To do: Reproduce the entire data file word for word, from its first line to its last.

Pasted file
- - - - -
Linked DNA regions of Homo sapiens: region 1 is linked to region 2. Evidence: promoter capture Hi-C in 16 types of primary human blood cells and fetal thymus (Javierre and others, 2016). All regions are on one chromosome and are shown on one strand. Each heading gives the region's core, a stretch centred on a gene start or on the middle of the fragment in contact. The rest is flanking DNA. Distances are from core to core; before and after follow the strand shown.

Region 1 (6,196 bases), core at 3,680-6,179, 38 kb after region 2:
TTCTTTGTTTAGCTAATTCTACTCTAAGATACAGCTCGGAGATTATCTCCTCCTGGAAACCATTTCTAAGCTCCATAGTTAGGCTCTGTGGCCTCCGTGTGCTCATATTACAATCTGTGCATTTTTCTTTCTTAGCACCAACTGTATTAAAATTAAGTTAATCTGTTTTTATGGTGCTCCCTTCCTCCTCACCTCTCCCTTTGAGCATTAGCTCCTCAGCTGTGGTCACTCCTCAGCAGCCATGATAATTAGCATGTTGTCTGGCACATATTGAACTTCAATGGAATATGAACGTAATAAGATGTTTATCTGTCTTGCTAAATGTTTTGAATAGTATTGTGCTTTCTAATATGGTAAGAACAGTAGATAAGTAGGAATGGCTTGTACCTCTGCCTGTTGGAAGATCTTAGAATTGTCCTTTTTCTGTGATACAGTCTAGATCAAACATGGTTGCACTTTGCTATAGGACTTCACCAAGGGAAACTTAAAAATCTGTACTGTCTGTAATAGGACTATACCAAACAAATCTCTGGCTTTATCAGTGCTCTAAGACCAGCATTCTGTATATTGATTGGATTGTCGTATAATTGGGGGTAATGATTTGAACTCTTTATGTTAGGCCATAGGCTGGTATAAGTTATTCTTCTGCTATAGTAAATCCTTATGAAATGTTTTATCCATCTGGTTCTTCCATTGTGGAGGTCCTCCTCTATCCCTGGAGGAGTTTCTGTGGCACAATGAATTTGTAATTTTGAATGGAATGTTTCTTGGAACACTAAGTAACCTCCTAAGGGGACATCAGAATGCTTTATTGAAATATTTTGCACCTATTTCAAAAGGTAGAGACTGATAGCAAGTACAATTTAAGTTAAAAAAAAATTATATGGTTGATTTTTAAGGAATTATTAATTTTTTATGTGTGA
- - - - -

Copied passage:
Linked DNA regions of Homo sapiens: region 1 is linked to region 2. Evidence: promoter capture Hi-C in 16 types of primary human blood cells and fetal thymus (Javierre and others, 2016). All regions are on one chromosome and are shown on one strand. Each heading gives the region's core, a stretch centred on a gene start or on the middle of the fragment in contact. The rest is flanking DNA. Distances are from core to core; before and after follow the strand shown.

Region 1 (6,196 bases), core at 3,680-6,179, 38 kb after region 2:
TTCTTTGTTTAGCTAATTCTACTCTAAGATACAGCTCGGAGATTATCTCCTCCTGGAAACCATTTCTAAGCTCCATAGTTAGGCTCTGTGGCCTCCGTGTGCTCATATTACAATCTGTGCATTTTTCTTTCTTAGCACCAACTGTATTAAAATTAAGTTAATCTGTTTTTATGGTGCTCCCTTCCTCCTCACCTCTCCCTTTGAGCATTAGCTCCTCAGCTGTGGTCACTCCTCAGCAGCCATGATAATTAGCATGTTGTCTGGCACATATTGAACTTCAATGGAATATGAACGTAATAAGATGTTTATCTGTCTTGCTAAATGTTTTGAATAGTATTGTGCTTTCTAATATGGTAAGAACAGTAGATAAGTAGGAATGGCTTGTACCTCTGCCTGTTGGAAGATCTTAGAATTGTCCTTTTTCTGTGATACAGTCTAGATCAAACATGGTTGCACTTTGCTATAGGACTTCACCAAGGGAAACTTAAAAATCTGTACTGTCTGTAATAGGACTATACCAAACAAATCTCTGGCTTTATCAGTGCTCTAAGACCAGCATTCTGTATATTGATTGGATTGTCGTATAATTGGGGGTAATGATTTGAACTCTTTATGTTAGGCCATAGGCTGGTATAAGTTATTCTTCTGCTATAGTAAATCCTTATGAAATGTTTTATCCATCTGGTTCTTCCATTGTGGAGGTCCTCCTCTATCCCTGGAGGAGTTTCTGTGGCACAATGAATTTGTAATTTTGAATGGAATGTTTCTTGGAACACTAAGTAACCTCCTAAGGGGACATCAGAATGCTTTATTGAAATATTTTGCACCTATTTCAAAAGGTAGAGACTGATAGCAAGTACAATTTAAGTTAAAAAAAAATTATATGGTTGATTTTTAAGGAATTATTAATTTTTTATGTGTGA